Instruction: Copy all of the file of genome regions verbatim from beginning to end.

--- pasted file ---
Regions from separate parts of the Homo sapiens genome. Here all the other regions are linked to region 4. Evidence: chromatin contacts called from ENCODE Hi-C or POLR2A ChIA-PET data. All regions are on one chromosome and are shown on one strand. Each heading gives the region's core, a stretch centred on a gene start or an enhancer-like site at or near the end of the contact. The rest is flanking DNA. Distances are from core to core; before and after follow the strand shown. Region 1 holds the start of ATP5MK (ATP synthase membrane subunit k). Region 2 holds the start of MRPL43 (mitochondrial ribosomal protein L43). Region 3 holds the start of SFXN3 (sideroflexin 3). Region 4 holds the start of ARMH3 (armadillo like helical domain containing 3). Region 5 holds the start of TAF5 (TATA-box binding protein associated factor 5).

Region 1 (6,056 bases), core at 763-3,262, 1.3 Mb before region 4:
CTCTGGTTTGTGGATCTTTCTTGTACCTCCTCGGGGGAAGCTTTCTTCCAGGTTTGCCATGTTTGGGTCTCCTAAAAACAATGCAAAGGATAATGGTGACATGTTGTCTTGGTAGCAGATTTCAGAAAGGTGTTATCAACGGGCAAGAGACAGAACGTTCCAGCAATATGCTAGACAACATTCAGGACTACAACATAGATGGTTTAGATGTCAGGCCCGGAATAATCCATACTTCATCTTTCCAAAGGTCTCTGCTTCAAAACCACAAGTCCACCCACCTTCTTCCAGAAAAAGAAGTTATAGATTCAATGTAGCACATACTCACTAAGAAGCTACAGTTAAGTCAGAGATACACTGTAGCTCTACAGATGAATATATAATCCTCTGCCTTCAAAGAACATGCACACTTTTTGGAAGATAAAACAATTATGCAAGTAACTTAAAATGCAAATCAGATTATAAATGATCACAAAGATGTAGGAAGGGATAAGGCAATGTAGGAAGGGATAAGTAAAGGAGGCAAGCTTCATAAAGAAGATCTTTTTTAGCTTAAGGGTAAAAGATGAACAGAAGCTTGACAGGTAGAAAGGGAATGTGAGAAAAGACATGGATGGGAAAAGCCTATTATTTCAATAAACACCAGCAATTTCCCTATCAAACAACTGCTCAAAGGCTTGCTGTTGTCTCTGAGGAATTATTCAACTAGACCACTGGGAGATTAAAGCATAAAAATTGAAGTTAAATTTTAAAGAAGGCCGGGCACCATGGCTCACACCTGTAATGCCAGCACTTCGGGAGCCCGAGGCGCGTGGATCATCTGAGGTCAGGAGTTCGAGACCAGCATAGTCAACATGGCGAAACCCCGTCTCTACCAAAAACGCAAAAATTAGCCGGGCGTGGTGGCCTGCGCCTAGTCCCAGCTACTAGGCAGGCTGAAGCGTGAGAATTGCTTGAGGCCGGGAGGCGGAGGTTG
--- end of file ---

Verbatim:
Regions from separate parts of the Homo sapiens genome. Here all the other regions are linked to region 4. Evidence: chromatin contacts called from ENCODE Hi-C or POLR2A ChIA-PET data. All regions are on one chromosome and are shown on one strand. Each heading gives the region's core, a stretch centred on a gene start or an enhancer-like site at or near the end of the contact. The rest is flanking DNA. Distances are from core to core; before and after follow the strand shown. Region 1 holds the start of ATP5MK (ATP synthase membrane subunit k). Region 2 holds the start of MRPL43 (mitochondrial ribosomal protein L43). Region 3 holds the start of SFXN3 (sideroflexin 3). Region 4 holds the start of ARMH3 (armadillo like helical domain containing 3). Region 5 holds the start of TAF5 (TATA-box binding protein associated factor 5).

Region 1 (6,056 bases), core at 763-3,262, 1.3 Mb before region 4:
CTCTGGTTTGTGGATCTTTCTTGTACCTCCTCGGGGGAAGCTTTCTTCCAGGTTTGCCATGTTTGGGTCTCCTAAAAACAATGCAAAGGATAATGGTGACATGTTGTCTTGGTAGCAGATTTCAGAAAGGTGTTATCAACGGGCAAGAGACAGAACGTTCCAGCAATATGCTAGACAACATTCAGGACTACAACATAGATGGTTTAGATGTCAGGCCCGGAATAATCCATACTTCATCTTTCCAAAGGTCTCTGCTTCAAAACCACAAGTCCACCCACCTTCTTCCAGAAAAAGAAGTTATAGATTCAATGTAGCACATACTCACTAAGAAGCTACAGTTAAGTCAGAGATACACTGTAGCTCTACAGATGAATATATAATCCTCTGCCTTCAAAGAACATGCACACTTTTTGGAAGATAAAACAATTATGCAAGTAACTTAAAATGCAAATCAGATTATAAATGATCACAAAGATGTAGGAAGGGATAAGGCAATGTAGGAAGGGATAAGTAAAGGAGGCAAGCTTCATAAAGAAGATCTTTTTTAGCTTAAGGGTAAAAGATGAACAGAAGCTTGACAGGTAGAAAGGGAATGTGAGAAAAGACATGGATGGGAAAAGCCTATTATTTCAATAAACACCAGCAATTTCCCTATCAAACAACTGCTCAAAGGCTTGCTGTTGTCTCTGAGGAATTATTCAACTAGACCACTGGGAGATTAAAGCATAAAAATTGAAGTTAAATTTTAAAGAAGGCCGGGCACCATGGCTCACACCTGTAATGCCAGCACTTCGGGAGCCCGAGGCGCGTGGATCATCTGAGGTCAGGAGTTCGAGACCAGCATAGTCAACATGGCGAAACCCCGTCTCTACCAAAAACGCAAAAATTAGCCGGGCGTGGTGGCCTGCGCCTAGTCCCAGCTACTAGGCAGGCTGAAGCGTGAGAATTGCTTGAGGCCGGGAGGCGGAGGTTG